20 Moderate Levels of Evidence Moderate Support causal conclusions Studies conducted in limited settings or with limited variation in program participation Methods used limit the ability to attribute resulting changes in outcomes to the intervention Example approaches: regression/discontinuity analysis, propensity score matching, time-series analysis, non- equivalent comparison groups
21 Moderate Levels of Evidence Example: Your program provides tutoring to students not at grade level in an after school setting. The program is full to capacity, yet additional students qualify. Students in the program and a comparison group of program eligible students not in the program receive pre- and post-testing to determine change in proficiency level before and after the time students were (or would have been) in the program. Differences in pre- and post-testing are compared.
22 Strong Levels of Evidence Strong Support causal conclusions Randomized control group used Studies conducted in a range of setting with a range of participants (supporting assumptions that scaling the program to a greater level will be successful)
23 Strong Levels of Evidence Example: A multi-site randomized control trial is conducted with center-based early childhood centers implementing a parent-child engagement intervention. Eligible families are randomly placed into receiving the intervention or receiving early childhood care in the existing care setting. Parents in the intervention group attend additional parent-focused skill development classes. Consistency of delivery of the intervention is tightly monitored and children in both groups are assessed throughout the intervention for changes in developmental precursors to literacy development. precursors of literacy development
24 Levels of Evidence Upload documents describing all research studies undertaken RFP review process will include evaluation experts Reviewers will use a rubric which takes into account methodology used and quality of the studies completed
26 Key Characteristics of Organizations with Highly Effective Financial Management Written and followed policies and procedures Qualified and trained financial staff Effective communications Succession planning and cross-training Self-assessment and continuous improvement Active, knowledgeable and informed Board and finance committee
27 Efficient Accounting System Accounting System must be capable of: Distinguishing between grant vs. non-grant related expenditures Identifying costs by program year Identifying costs by budget category Differentiating between direct and indirect costs (administrative costs) Accounting for each award/grant separately
28 Basics of OMB Circulars Cost Principles CFR 220 (formerly A-21) CFR 230 (formerly A-122) Allowable & Unallowable Costs Administrative Requirements CFR 215 (formerly A-110) Accounting System Documentation requirements A-133 requirements An organization is subject to an A-133 audit it if expends more than $500,000 of Federal funds in its fiscal year.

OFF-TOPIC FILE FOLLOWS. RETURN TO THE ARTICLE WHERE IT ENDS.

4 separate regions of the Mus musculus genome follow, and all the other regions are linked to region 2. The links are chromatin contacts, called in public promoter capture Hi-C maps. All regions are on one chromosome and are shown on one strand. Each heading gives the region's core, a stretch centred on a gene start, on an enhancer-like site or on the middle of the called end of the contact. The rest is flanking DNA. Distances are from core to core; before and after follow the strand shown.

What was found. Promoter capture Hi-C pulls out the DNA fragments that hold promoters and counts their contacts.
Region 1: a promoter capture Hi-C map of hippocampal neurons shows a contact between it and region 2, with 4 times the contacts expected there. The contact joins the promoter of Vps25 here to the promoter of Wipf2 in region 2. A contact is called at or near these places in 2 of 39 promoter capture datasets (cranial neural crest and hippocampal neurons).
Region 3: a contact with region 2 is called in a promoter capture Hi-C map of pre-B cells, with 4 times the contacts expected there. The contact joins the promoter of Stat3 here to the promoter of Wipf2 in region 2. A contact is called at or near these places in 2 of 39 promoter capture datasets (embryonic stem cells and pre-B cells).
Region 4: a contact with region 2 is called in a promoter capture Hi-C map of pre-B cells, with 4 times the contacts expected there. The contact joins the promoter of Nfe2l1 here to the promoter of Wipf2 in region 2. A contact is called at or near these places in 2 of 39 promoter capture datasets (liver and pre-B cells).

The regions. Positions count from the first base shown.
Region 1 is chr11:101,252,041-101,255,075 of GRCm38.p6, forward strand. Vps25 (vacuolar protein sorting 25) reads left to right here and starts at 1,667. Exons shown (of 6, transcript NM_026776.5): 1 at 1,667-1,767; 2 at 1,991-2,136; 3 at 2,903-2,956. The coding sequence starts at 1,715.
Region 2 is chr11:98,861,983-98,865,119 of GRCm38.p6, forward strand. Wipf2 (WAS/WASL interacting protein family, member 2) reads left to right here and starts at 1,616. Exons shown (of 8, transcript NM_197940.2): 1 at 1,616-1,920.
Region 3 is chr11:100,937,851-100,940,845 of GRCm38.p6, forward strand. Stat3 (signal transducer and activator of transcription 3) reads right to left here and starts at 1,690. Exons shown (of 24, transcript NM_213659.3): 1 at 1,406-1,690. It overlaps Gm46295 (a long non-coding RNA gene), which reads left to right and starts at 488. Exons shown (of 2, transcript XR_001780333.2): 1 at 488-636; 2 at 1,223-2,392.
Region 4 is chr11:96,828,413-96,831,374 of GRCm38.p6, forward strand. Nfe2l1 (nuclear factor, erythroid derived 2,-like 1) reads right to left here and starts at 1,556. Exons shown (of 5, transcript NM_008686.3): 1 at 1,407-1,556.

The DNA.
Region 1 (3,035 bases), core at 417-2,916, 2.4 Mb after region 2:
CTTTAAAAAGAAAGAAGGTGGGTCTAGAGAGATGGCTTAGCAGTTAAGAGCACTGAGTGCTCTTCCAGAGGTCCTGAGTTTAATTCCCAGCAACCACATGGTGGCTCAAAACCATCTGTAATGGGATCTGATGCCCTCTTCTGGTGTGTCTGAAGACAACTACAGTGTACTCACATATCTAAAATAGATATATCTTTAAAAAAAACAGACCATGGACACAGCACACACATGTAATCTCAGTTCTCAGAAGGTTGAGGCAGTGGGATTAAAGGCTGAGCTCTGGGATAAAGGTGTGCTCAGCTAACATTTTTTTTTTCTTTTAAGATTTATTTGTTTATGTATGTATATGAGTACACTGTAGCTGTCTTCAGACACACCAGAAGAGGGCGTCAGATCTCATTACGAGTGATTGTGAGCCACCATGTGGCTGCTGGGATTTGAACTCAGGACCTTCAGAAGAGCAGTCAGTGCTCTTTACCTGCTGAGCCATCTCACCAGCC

29 Minimum award: $100,000 Budget categories All amounts must be explained No subgranting allowed All costs must be allowable under Federal rules and regulations Evaluation component Criminal background checks FBI finger-print based check State criminal history registry check National Sex Offender Public Registry check http://www.nationalserviceresources.org/national-service-criminal-history-check-resources Budget Considerations
30 Match requirement: 1:1 Cash match only Must be new funding or reserves No previously obligated/committed funds No in-kind match allowed Match Requirements
31 Monthly invoicing and financial reporting Reimbursement basis Appropriate supporting documentation required All costs must be allowable under federal rules and regulations (allocable, reasonable, consistently applied and necessary) Time and effort reporting required Separate reporting of expenses against the subgrant share vs the subgrant match share Grants Management
Online Grant Application Overview Training: December 3, 2012: 9AM-12 PM December 4, 2012: 1-4 PM Applications due January 11, 2013 12 NOON www.unitedwaytwincities.org/sif www.unitedwaytwincities.org/sif
Resources PowerPoint Overview of the New Grant System Online Instructions for Grant Applicants Service Level Agreement (for technical assistance) SIF materials: www.unitedwaytwincities.org/sifwww.unitedwaytwincities.org/sif Help Desk email: firstname.lastname@example.org@unitedwaytwincities.org Help Desk phone: 612-340-7534
Service Level Agreement: The Basics Hours of support: 8:00 am - 4:30 pm CST Monday-Friday Priority Level 1: Emergencies and Maintenance Priority Level 2: Urgent Items Priority Level 3: Non-Urgent Items & Requests for New Features Email: email@example.com@unitedwaytwincities.org Phone: 612-340-7534
RFP and Application Review Action ItemDate/Deadline Release RFP to national audience through multiple channels December 3, 2012 Subgrantee OrientationNovember/December 2012 Applications dueJanuary 11, 2013 Proposal review and scoringJanuary/February 2013 Site visits with potential subgranteesFebruary 2013 Final scoring and recommendations by review committee February/March 2013 Final approval by Executive CommitteeMarch 2013 Funding beginsApril 1, 2013